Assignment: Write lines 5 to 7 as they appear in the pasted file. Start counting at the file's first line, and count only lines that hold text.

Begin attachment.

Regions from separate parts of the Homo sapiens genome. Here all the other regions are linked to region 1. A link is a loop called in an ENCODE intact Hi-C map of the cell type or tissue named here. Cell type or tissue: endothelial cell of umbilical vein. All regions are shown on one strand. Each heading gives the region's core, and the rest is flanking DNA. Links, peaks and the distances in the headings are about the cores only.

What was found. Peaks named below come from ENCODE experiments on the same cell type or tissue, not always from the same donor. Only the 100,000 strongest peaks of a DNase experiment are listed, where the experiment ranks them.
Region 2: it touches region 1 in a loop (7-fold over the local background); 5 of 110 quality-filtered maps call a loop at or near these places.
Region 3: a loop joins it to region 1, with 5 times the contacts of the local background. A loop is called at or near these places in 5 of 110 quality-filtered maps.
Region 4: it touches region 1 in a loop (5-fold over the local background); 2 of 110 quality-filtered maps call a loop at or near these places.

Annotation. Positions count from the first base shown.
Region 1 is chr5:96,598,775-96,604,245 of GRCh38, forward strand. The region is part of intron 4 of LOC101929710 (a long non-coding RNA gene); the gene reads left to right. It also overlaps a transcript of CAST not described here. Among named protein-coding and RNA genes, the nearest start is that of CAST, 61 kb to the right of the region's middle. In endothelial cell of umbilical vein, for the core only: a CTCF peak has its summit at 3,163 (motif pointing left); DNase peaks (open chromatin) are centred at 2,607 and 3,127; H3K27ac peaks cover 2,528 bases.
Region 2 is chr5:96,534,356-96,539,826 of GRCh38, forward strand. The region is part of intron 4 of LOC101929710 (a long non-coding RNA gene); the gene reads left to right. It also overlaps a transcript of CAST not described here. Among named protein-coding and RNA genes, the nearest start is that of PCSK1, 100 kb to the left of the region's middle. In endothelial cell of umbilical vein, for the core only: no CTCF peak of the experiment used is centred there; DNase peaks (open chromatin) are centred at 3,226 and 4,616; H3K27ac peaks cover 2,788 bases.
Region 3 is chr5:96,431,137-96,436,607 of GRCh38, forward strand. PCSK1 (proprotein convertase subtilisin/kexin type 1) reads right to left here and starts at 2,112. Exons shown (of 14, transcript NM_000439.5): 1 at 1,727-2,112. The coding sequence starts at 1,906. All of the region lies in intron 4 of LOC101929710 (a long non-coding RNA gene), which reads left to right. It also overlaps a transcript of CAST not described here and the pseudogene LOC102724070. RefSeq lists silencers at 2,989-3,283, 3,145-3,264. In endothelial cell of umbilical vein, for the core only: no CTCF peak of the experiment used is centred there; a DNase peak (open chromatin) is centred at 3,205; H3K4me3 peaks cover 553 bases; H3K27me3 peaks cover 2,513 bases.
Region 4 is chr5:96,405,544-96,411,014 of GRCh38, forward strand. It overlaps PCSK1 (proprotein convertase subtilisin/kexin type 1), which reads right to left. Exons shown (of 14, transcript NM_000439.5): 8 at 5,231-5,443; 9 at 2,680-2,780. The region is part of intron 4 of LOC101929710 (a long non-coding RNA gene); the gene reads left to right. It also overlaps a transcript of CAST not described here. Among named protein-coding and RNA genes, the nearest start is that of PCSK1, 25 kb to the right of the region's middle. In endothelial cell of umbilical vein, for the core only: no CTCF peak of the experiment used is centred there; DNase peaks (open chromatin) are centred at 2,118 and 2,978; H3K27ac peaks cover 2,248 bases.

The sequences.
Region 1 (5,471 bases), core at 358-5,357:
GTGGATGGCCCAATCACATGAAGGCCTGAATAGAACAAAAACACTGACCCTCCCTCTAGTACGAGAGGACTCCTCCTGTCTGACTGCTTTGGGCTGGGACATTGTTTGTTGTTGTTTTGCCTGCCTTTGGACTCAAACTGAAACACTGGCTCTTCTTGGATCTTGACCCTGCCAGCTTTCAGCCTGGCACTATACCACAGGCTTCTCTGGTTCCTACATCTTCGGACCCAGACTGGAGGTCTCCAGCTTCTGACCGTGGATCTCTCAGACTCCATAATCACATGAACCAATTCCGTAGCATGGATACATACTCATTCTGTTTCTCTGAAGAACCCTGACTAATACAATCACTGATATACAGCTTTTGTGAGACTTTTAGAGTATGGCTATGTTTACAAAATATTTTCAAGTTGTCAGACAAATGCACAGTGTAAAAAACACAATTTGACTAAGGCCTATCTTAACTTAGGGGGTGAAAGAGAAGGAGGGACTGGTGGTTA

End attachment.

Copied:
Region 4: it touches region 1 in a loop (5-fold over the local background); 2 of 110 quality-filtered maps call a loop at or near these places.

Annotation. Positions count from the first base shown.
Region 1 is chr5:96,598,775-96,604,245 of GRCh38, forward strand. The region is part of intron 4 of LOC101929710 (a long non-coding RNA gene); the gene reads left to right. It also overlaps a transcript of CAST not described here. Among named protein-coding and RNA genes, the nearest start is that of CAST, 61 kb to the right of the region's middle. In endothelial cell of umbilical vein, for the core only: a CTCF peak has its summit at 3,163 (motif pointing left); DNase peaks (open chromatin) are centred at 2,607 and 3,127; H3K27ac peaks cover 2,528 bases.